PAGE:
A number of my bikes have been changed due to structral problems that have happened to them. The bikes in question are the Naboo and the Low Racer. One of the main problems that I have been running into on the Naboo was the mounting of the Bottom Bracket to the steerer tube. There is a great amount of stress in this area. The original mounting had the mitred, cut tube welded on the steerer tube There was no extra support material to help support this structure. Due to the tight fit and closeness of the joint, welding the entire joint was very difficult. Since a small gap was left, this left an area that could (and did sheer off). I needed a better way of getting it to fit in a more long term manner. I did the following make a stronger joint.
- A smaller piece of steel tubing was welded into same spot as the present current BB location. It was placed so that the BB could fit over the new support piece.
- The weld was put on to the inside of the support tube so the it would not interfer with the push-on fit of the BB.
- When the bottom bracket was put back into place, there was addition material for the weld wire to take hold on the bb attachment point. Extra care was taken also taken to fill in the gap area around the mounting point.
With the added hidden support tube in place, this should make the BB a much more relibile now.
The Low Racer recumbent is another bike that has run into some structural problems. The main problem with this one is main down tube that joins the seat/ drive train section to the steerer tube. The 1.5" thin wall tube was not up to the task of supporting the weight of the rider and the flexing of this section createed from the front mounted fairing. Although the first break took place on the upper section the main frame near the steerer tube last year, the bottom section broke near the seat base area this year. An additional support bar was needed to strengthen this area so overall strength frame was to be retained.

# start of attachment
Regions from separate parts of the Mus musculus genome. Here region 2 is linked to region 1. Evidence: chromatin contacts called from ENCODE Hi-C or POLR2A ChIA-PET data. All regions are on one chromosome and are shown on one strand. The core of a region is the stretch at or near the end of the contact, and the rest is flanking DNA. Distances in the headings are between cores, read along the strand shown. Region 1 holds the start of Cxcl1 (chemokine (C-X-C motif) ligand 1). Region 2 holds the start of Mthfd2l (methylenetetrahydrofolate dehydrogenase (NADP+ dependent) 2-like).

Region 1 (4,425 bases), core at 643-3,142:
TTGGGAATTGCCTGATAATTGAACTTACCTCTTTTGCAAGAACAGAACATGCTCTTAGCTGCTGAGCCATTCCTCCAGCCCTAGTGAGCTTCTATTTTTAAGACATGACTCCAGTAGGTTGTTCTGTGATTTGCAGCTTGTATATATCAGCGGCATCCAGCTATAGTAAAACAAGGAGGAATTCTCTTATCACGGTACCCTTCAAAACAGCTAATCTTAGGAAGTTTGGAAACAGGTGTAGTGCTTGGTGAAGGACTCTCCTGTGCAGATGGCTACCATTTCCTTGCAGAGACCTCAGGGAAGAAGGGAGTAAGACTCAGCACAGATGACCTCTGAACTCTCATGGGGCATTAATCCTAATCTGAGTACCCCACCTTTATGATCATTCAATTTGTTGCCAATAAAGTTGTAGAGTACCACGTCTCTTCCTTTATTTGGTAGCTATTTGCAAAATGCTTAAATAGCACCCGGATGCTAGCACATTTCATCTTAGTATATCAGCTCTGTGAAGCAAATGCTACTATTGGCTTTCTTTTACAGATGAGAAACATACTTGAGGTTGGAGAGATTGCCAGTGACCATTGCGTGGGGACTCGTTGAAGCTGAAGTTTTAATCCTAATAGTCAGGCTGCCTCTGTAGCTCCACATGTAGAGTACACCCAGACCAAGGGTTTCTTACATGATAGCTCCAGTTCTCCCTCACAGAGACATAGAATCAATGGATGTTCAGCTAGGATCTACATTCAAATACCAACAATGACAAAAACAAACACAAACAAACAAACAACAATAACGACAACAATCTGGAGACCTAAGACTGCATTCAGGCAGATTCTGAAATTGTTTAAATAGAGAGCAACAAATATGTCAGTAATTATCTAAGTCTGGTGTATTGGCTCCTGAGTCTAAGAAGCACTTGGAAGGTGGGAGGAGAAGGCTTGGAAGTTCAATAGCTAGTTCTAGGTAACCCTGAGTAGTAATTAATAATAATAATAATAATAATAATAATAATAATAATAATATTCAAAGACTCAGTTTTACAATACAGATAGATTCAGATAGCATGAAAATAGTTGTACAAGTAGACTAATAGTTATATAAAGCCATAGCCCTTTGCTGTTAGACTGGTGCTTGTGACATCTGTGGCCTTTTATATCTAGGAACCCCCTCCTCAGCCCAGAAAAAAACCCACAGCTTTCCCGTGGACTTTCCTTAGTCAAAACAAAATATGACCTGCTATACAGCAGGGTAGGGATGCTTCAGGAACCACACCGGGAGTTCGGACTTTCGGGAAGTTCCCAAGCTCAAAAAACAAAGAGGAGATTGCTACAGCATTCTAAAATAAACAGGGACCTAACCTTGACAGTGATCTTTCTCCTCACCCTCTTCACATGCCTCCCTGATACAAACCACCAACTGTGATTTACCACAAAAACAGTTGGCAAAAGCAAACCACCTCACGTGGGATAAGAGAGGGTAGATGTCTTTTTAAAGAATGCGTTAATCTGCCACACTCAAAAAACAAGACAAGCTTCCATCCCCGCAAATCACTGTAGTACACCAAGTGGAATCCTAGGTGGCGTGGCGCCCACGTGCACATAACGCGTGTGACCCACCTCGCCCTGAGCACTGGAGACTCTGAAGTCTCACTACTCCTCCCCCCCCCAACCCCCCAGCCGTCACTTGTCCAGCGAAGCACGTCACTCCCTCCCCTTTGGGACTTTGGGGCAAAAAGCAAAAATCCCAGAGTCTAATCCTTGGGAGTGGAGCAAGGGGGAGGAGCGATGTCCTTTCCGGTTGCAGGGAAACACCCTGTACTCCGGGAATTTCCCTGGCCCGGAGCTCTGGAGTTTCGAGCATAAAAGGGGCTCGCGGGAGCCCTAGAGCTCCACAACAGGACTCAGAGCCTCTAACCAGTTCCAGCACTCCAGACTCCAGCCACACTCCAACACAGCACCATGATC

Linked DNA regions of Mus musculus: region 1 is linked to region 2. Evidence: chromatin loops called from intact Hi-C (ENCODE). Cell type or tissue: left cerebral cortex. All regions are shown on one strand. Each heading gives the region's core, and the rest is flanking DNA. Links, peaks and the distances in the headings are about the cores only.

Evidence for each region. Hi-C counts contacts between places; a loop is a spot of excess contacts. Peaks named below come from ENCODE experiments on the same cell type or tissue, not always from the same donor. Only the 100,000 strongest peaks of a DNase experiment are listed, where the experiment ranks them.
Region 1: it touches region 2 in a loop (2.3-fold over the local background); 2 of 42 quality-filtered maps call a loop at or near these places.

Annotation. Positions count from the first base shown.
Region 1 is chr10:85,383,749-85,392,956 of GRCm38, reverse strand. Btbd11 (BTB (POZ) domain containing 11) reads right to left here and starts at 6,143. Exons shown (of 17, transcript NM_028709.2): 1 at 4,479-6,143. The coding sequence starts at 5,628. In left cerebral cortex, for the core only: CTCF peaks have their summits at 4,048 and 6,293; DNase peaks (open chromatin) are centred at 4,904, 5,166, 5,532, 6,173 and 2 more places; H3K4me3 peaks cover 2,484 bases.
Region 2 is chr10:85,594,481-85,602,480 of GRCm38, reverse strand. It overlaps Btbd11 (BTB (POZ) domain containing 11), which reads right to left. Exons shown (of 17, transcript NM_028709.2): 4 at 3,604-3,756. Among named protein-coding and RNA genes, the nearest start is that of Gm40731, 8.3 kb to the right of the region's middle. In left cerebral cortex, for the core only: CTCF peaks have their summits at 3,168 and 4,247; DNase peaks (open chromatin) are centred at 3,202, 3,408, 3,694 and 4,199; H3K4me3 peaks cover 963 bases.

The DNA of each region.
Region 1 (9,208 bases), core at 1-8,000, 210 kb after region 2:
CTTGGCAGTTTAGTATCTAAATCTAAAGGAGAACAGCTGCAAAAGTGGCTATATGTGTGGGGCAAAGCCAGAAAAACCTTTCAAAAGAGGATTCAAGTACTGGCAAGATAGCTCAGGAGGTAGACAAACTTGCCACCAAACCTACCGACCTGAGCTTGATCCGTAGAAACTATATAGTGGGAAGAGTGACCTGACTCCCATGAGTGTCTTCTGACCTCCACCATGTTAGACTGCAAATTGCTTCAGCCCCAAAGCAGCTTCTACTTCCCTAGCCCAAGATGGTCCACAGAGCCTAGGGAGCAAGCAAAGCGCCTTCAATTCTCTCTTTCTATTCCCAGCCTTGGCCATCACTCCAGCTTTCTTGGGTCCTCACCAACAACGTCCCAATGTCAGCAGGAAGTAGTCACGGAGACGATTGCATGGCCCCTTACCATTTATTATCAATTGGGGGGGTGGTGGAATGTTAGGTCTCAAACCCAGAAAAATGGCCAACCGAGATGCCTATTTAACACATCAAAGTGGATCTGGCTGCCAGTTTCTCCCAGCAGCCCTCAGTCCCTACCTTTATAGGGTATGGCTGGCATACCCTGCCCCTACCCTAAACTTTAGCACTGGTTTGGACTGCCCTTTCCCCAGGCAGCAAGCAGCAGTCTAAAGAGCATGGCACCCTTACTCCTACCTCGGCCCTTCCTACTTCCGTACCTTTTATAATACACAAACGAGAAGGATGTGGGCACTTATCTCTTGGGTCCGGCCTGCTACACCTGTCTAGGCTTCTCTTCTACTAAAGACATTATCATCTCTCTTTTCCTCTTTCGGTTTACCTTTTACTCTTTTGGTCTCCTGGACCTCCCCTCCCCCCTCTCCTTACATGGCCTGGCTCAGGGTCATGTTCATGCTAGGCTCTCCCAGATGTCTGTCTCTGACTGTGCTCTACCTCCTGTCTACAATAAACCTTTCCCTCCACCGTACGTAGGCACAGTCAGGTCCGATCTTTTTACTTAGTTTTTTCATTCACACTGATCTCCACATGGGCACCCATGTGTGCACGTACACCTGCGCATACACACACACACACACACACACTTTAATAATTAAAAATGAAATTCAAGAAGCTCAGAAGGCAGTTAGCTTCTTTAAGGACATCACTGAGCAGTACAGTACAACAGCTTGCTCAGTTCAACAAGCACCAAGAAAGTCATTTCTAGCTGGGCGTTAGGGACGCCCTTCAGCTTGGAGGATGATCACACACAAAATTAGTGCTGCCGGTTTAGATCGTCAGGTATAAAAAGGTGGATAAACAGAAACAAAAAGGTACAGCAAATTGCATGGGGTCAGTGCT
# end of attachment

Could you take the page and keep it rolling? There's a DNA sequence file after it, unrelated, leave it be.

A 1" by 1" square steel tubing was place over the existing down tube. It was welded in at the bottom, middle and top areas There was some triming at the top and bottom to help in fine fitting this part into place. The end result is a stronger mid-section that is stiffer now. There was a little flex in the frame before but the bike much more rigid with the new support bar in place.
That's it for now. The lesson here is to really look at what you are doing it terms of your frame structure design and see how well it will hold up the the real world. The general rule of thumb is to over build so that there is less chance of things breaking.
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